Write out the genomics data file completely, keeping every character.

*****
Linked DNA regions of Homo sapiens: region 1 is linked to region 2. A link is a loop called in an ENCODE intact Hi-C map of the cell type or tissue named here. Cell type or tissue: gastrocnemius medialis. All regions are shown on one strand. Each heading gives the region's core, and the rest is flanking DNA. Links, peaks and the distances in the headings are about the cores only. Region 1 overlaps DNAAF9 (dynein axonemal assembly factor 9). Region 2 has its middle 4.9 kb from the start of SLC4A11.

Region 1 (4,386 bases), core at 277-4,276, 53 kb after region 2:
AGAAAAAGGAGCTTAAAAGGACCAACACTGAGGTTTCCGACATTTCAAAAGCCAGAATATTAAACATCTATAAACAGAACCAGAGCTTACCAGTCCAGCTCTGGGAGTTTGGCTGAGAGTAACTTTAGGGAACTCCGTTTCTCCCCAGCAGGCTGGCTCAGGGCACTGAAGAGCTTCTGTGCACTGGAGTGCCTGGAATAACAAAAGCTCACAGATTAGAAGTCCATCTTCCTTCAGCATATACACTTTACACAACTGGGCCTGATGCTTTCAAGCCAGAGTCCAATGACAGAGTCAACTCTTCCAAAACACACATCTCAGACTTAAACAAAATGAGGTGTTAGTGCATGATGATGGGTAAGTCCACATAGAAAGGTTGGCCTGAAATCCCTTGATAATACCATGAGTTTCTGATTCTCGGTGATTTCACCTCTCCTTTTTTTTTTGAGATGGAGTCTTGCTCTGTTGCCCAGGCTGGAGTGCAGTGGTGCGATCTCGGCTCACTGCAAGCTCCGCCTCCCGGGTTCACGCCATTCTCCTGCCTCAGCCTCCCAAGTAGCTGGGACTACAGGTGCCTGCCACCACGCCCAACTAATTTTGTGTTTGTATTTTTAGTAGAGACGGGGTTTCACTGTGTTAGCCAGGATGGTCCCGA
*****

Linked DNA regions of Homo sapiens: region 1 is linked to region 2. A link is a loop called in an ENCODE intact Hi-C map of the cell type or tissue named here. Cell type or tissue: gastrocnemius medialis. All regions are shown on one strand. Each heading gives the region's core, and the rest is flanking DNA. Links, peaks and the distances in the headings are about the cores only. Region 1 overlaps DNAAF9 (dynein axonemal assembly factor 9). Region 2 has its middle 4.9 kb from the start of SLC4A11.

Region 1 (4,386 bases), core at 277-4,276, 53 kb after region 2:
AGAAAAAGGAGCTTAAAAGGACCAACACTGAGGTTTCCGACATTTCAAAAGCCAGAATATTAAACATCTATAAACAGAACCAGAGCTTACCAGTCCAGCTCTGGGAGTTTGGCTGAGAGTAACTTTAGGGAACTCCGTTTCTCCCCAGCAGGCTGGCTCAGGGCACTGAAGAGCTTCTGTGCACTGGAGTGCCTGGAATAACAAAAGCTCACAGATTAGAAGTCCATCTTCCTTCAGCATATACACTTTACACAACTGGGCCTGATGCTTTCAAGCCAGAGTCCAATGACAGAGTCAACTCTTCCAAAACACACATCTCAGACTTAAACAAAATGAGGTGTTAGTGCATGATGATGGGTAAGTCCACATAGAAAGGTTGGCCTGAAATCCCTTGATAATACCATGAGTTTCTGATTCTCGGTGATTTCACCTCTCCTTTTTTTTTTGAGATGGAGTCTTGCTCTGTTGCCCAGGCTGGAGTGCAGTGGTGCGATCTCGGCTCACTGCAAGCTCCGCCTCCCGGGTTCACGCCATTCTCCTGCCTCAGCCTCCCAAGTAGCTGGGACTACAGGTGCCTGCCACCACGCCCAACTAATTTTGTGTTTGTATTTTTAGTAGAGACGGGGTTTCACTGTGTTAGCCAGGATGGTCCCGA